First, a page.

How to Prepare for the Coronavirus Outbreak

Joseph Krainin

coronavirus

I want to go on record as saying that I really, really hope that the COVID-19 pandemic will not turn out to be as bad as the most dire predictions are saying. It is certainly a time of tremendous confusion and worry. After what has already happened, many people are questioning their "trusted" sources of information and thinking about what they can do to prepare if things get really bad.

We already know what we can due to help prevent the spread of the virus: excellent hand washing, social distancing, treating our underlying medical conditions like diabetes and asthma, quitting smoking, etc. It is also a great time to be especially mindful of how sleep has a major influence on your immune system and helps keep you healthy. If you are having trouble sleeping during this stressful time, you can schedule an online appointment to meet with me and avoid having to go to a brick-and-mortar clinic.  But is there anything that we can do to prepare now in case we or our loved ones get really sick and the medical infrastructure is overrun? 

The only truly effective therapy for COVID-19 right now is supportive care for severe cases by using ventilators in the ICU. Ventilators help you breathe if your lungs have been overwhelmed by the acute respiratory distress syndrome (ARDS) that COVID-19 can cause. The goal is to keep you breathing while your body slowly clears the viral infection itself. One of the biggest concerns is what happens if hospitals, and particularly ICUs, are no longer able to keep up with demand? President Trump has invoked a Korean War-era act to ramp up production of ventilators but the outcome of this is uncertain. In the vein of "an ounce of prevention is worth a pound of cure," it might be worthwhile to consider the worst-case scenario and decide if you want to invest in preventative measures. To be clear, I am not advocating that everyone go out and buy the expensive equipment and medications described below. I am also recommending that, if you're really sick, you should go to the hospital and get the help that you need. But there are some scary trends out there suggesting lock-downs and shortages might be coming and, while you have the opportunity to do so, here are some possible "Hail Mary" options to consider having at your home to ride out the pandemic:

Non-Invasive Ventilators

These devices assist your breathing, helping you to maintain normal respirations and "gas exchange" - bringing oxygen into your body and getting rid of toxic carbon dioxide.

The "ST" models are optimal for more severe respiratory failure because they can give full breaths in cases where the patient's respiratory muscles are too weak to initiate a breath. The other BPAP models augment the depth of each patient-triggered breath.

Supplemental Oxygen 

ARDS typically leads to "hypoxia," or a low-oxygen state, that can cause your entire body to shut down. The safest way to treat this issue at home is with oxygen concentrators, which strip the oxygen molecules out of the air and deliver them to your body through a nasal cannula:


Medications

While there are no medications that have clearly been shown to be effective against this current strain of coronavirus, it might be worthwhile consulting with a physician to discuss the possible benefits of having one or more of these medications on hand in case things get out of control:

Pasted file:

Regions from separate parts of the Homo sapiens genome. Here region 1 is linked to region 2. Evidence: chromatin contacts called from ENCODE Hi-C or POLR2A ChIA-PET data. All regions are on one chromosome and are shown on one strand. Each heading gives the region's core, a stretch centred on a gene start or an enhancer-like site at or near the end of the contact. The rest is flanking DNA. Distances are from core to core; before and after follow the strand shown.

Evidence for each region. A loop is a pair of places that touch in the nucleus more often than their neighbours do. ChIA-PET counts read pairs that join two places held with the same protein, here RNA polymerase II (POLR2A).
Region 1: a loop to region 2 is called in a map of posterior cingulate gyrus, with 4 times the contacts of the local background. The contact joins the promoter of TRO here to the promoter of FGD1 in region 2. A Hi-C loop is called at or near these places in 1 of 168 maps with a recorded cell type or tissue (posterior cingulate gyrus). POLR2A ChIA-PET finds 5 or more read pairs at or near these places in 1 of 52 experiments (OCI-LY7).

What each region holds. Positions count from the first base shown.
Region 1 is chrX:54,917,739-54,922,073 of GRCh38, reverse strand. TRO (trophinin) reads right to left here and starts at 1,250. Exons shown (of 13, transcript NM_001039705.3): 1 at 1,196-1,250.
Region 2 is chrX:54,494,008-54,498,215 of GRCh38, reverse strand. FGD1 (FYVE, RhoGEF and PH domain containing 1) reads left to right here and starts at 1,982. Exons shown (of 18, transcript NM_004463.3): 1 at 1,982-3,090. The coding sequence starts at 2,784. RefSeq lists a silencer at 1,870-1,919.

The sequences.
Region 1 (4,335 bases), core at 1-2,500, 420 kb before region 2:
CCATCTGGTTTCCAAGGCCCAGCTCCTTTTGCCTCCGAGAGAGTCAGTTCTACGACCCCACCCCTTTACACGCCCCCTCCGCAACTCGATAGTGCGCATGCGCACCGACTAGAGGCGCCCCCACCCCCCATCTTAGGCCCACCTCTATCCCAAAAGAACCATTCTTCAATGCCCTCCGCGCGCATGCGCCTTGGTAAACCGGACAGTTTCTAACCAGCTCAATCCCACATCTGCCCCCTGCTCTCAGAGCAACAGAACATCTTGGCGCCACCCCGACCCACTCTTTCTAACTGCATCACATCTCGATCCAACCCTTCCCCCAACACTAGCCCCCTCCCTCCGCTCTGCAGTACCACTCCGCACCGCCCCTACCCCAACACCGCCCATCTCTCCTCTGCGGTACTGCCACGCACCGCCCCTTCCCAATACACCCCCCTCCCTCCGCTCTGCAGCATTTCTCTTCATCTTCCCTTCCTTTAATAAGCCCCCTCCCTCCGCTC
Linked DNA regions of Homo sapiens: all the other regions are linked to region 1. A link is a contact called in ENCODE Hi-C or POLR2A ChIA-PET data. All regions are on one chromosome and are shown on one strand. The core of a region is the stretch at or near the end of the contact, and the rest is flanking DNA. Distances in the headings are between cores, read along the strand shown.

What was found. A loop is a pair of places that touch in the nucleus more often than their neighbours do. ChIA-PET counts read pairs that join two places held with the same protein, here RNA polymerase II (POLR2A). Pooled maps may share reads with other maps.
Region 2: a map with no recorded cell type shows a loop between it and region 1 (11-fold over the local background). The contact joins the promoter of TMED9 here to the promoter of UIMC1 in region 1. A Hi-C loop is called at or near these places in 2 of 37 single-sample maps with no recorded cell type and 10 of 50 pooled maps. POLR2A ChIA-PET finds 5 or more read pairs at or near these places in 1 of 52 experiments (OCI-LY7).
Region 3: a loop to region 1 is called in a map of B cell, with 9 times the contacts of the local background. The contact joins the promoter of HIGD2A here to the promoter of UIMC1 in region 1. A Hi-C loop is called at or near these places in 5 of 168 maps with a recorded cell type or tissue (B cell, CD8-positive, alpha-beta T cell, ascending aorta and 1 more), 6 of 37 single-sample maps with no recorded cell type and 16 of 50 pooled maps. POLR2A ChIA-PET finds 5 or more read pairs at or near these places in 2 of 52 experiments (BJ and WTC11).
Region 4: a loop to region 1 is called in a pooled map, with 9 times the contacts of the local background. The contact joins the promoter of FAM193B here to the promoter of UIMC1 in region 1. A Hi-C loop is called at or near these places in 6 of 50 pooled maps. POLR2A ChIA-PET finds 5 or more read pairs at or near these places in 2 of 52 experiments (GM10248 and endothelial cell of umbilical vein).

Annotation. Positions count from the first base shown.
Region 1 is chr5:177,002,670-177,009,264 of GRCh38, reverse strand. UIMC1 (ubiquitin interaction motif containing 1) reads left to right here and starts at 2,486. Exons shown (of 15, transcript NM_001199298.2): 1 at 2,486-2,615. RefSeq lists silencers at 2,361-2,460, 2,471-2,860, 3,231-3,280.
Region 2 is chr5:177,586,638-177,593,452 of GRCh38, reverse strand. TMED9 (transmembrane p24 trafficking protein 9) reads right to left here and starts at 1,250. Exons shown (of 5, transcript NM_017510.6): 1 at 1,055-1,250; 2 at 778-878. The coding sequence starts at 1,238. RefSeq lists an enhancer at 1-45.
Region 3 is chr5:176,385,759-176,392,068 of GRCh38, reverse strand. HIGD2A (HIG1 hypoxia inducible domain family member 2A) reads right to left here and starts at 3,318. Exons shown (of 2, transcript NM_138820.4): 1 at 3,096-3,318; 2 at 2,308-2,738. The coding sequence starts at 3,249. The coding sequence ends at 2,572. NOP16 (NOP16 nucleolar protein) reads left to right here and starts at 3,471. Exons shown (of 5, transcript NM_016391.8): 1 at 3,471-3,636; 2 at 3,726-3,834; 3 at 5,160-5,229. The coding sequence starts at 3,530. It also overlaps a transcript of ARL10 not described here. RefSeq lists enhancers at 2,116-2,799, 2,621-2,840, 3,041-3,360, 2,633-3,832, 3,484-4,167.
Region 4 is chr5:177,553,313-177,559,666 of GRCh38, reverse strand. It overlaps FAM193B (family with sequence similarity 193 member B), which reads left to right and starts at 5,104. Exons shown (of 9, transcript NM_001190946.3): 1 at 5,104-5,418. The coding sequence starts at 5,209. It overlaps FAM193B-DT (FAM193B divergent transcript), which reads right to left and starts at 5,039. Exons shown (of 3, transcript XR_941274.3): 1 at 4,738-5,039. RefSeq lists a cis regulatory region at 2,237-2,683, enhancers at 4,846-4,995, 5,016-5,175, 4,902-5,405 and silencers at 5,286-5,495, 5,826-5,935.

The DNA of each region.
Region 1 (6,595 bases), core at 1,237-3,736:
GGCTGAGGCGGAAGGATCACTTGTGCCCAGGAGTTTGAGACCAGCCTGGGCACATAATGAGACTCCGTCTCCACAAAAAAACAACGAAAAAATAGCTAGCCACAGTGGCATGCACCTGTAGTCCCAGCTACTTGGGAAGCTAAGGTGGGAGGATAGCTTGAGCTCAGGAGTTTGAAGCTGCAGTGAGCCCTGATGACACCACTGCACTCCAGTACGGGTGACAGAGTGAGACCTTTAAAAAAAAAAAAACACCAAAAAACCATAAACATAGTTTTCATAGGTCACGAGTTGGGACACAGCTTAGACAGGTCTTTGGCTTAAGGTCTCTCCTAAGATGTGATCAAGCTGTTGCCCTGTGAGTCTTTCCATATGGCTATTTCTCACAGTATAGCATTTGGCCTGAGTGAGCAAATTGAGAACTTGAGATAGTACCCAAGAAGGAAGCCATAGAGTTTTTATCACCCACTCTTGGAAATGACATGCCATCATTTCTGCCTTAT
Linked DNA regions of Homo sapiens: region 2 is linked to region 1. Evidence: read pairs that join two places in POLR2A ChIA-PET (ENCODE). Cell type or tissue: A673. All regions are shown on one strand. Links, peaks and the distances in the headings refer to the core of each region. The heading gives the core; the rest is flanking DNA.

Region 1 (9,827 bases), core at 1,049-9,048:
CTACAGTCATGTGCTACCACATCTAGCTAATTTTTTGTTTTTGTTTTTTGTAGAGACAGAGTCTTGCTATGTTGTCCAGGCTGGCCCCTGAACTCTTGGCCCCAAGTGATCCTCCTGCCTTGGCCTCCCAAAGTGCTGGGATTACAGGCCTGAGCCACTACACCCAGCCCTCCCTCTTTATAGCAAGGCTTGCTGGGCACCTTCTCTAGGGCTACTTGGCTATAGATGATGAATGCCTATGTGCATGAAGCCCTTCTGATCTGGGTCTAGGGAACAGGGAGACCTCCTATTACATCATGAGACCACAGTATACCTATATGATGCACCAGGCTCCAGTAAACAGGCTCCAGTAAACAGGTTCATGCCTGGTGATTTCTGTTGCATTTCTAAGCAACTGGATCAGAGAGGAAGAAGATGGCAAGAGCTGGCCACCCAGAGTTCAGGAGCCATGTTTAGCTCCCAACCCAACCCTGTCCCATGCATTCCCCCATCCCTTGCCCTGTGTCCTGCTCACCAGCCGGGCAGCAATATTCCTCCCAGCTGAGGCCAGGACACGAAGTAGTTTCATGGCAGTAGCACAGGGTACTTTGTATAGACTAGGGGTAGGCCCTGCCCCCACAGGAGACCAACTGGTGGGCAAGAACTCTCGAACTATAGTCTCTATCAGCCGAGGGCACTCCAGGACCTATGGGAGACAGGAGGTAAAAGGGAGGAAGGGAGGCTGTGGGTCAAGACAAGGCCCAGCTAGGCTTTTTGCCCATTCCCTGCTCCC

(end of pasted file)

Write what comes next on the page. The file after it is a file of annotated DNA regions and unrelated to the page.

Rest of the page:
Antivirals

Unfortunately Tamiflu, which we normally use for acute influenza, doesn't seem to be effective against novel coronavirus. There are other antivirals out there that, although there is no definitive evidence that they help yet could, in theory, treat the virus. These include:

  • Kaletra - recently approved for treatment of COVID-19 in Israel, on the market in the U.S.
  • chloroquine - under investigation, on the market in the U.S.
  • favipiravir - under investigation, not on the market in the U.S.
  • remdesivir - under investigation, not on the market in the U.S.
  • favilavir - under investigation, not on the market in the U.S.

Other Medications to Consider

In theory oral steroids, like from a Medrol dose-pack, could help to reduce the massive inflammatory response that is part of ARDS. Whether to use steroids or not in treating ARDS from COVID-19 is currently being hotly debated in the medical community. The CDC and has come out against routinely using steroids to treat COVID-19 and the WHO has recommended that they only be used in clinical trials for the illness but anecdotally, many clinicians are using the in practice. 

Antibiotics, like Z-paks, might be a good idea to have around to treat superinfections. Although antibiotics don't have any direct effect against viruses,  bacteria can grow in the fluid that the coronavirus causes to accumulate in the lungs, turning into pneumonia which responds to antibiotics. 

Bronchodilators: like albuterol, to help open up the upper airway passages that can be narrowed by inflammation from COVID-19.

Antipyretics: make sure that you have copious amounts of acetaminophen and NSAIDs, like ibuprofen, around to reduce severe fevers. 

Let's all hope and pray for a soft-landing from this latest challenge to humanity. 

Contact us at 844-757-9355 or info@singularsleep.com to arrange an online telemedicine consultation to discuss obtaining medications or other treatments. 

sleep apnea test home sleep study Joseph Krainin Joseph Krainin, M.D., FAASM is the founder of Singular Sleep, the world's first online sleep center.  He is a Fellow of the American Academy of Sleep Medicine and board-certified in both sleep medicine and neurology with expertise in in neuromuscular respiratory failure and sleep breathing disorders. He has also trained in internal medicine and has extensive experience in urgent care. He has been practicing medicine for over 10 years.

 

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